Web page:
Sarah Close: So I closed my eyes and I found the number at the top of the Google search and I hit call and the phone rang, and then this message hotlines was closed. I mean, right. Like suicide hotline. Anyway, that’s like a whole different conversation, but the hotline. So I am sitting in there like, holy hell, this was like a really big move.

Sarah Close: And now you’re, and I didn’t know what to do. And this little voice comes on and it’s like, if you’d like to be transferred to our sister hotline press, and I’m like, well, why the hell not like bunches, Crestline? So we’re here. So I press one and it transfers me. And then I kept this God awful, whole music, like the kind of like really annoyingly, upbeat, even if you’re not like a suicidal, depressed person calling for help, it was like the worst.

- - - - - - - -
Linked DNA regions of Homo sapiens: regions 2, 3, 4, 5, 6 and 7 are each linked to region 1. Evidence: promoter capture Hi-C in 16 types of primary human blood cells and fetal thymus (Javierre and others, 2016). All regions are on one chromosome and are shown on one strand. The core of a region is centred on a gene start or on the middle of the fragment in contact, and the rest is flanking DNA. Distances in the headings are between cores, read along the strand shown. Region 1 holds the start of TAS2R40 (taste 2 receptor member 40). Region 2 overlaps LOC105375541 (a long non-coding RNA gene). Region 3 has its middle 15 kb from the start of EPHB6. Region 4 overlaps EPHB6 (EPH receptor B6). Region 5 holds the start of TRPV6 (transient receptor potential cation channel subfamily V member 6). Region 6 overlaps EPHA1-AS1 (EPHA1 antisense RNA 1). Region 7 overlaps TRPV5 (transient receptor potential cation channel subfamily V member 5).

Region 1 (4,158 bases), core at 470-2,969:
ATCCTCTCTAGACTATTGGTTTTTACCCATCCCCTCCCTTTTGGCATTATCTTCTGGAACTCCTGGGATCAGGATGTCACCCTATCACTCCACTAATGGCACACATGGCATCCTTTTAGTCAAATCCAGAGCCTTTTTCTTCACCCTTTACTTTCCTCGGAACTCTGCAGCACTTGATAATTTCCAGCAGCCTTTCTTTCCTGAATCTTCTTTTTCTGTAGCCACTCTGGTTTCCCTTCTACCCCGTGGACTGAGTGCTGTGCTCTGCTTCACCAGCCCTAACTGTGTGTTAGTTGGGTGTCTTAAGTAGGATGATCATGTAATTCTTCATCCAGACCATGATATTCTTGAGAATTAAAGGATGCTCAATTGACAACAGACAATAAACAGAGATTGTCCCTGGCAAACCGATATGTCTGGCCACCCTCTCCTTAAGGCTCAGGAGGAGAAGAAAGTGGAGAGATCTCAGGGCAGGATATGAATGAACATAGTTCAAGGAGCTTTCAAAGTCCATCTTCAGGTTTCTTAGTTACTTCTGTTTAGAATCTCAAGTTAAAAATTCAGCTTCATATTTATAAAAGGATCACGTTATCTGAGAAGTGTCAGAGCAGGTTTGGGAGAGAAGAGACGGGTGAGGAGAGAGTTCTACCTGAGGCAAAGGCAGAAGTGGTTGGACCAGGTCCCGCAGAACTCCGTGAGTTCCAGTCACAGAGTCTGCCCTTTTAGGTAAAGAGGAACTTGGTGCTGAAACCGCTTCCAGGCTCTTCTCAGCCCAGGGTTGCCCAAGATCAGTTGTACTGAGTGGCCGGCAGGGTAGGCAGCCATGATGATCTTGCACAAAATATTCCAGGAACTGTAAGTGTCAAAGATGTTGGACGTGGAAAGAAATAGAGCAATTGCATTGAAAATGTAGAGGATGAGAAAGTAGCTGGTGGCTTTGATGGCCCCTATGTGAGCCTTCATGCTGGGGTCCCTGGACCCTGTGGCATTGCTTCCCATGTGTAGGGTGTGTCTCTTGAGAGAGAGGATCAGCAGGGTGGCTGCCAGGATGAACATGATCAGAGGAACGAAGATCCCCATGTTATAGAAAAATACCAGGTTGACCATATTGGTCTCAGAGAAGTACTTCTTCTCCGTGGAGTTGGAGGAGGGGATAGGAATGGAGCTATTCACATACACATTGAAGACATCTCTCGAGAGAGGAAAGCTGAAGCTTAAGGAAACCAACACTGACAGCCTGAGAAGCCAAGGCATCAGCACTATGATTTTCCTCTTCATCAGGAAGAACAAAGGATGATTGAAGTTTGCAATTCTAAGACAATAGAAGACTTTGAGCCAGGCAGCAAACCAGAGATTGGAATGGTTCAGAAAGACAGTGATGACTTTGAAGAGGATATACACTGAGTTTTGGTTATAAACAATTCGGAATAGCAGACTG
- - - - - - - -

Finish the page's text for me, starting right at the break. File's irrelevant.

Sarah Close: And I’m waiting and waiting and waiting. And then this worst picks up at the end of the line. I’m like, oh, thank goodness somebody is here. Somebody is going to help. And she has the thickest. Yes. Jamaican accent. I have ever heard in my entire life. And I literally was like, oh my gosh, customer service.

Sarah Close: Feel like I’m all sure you even know what to do with this. I was so frustrated. But she started talking and she had this like warm speak tone. And so I kind of hung on and she started asking me all these questions, like the right ones that you’d expect somebody to ask, like, do you have a plan? No. Are you in immediate danger? No.

Sarah Close: Is there anybody else in the house to hang up the phone? Cause there was somebody in the house and it was the very person that I took every breath for that. I take everybody for that. I never want to leave this world ever. And for was. So decently across the house with zero idea what was happening first of all, and if I said, yeah, my daughter’s here like a bad mom.

Sarah Close: I could give a reason the child, if she can hold tight services. And for, I would like in this whole thought process in my head and the words came out, yes, my daughter’s here and Jamaican woman transformed an instant into Jamaican mama. I will spare you guys, my Jamaican accent, as I’m going through all these things with her, she was like, oh my gosh, how old is she?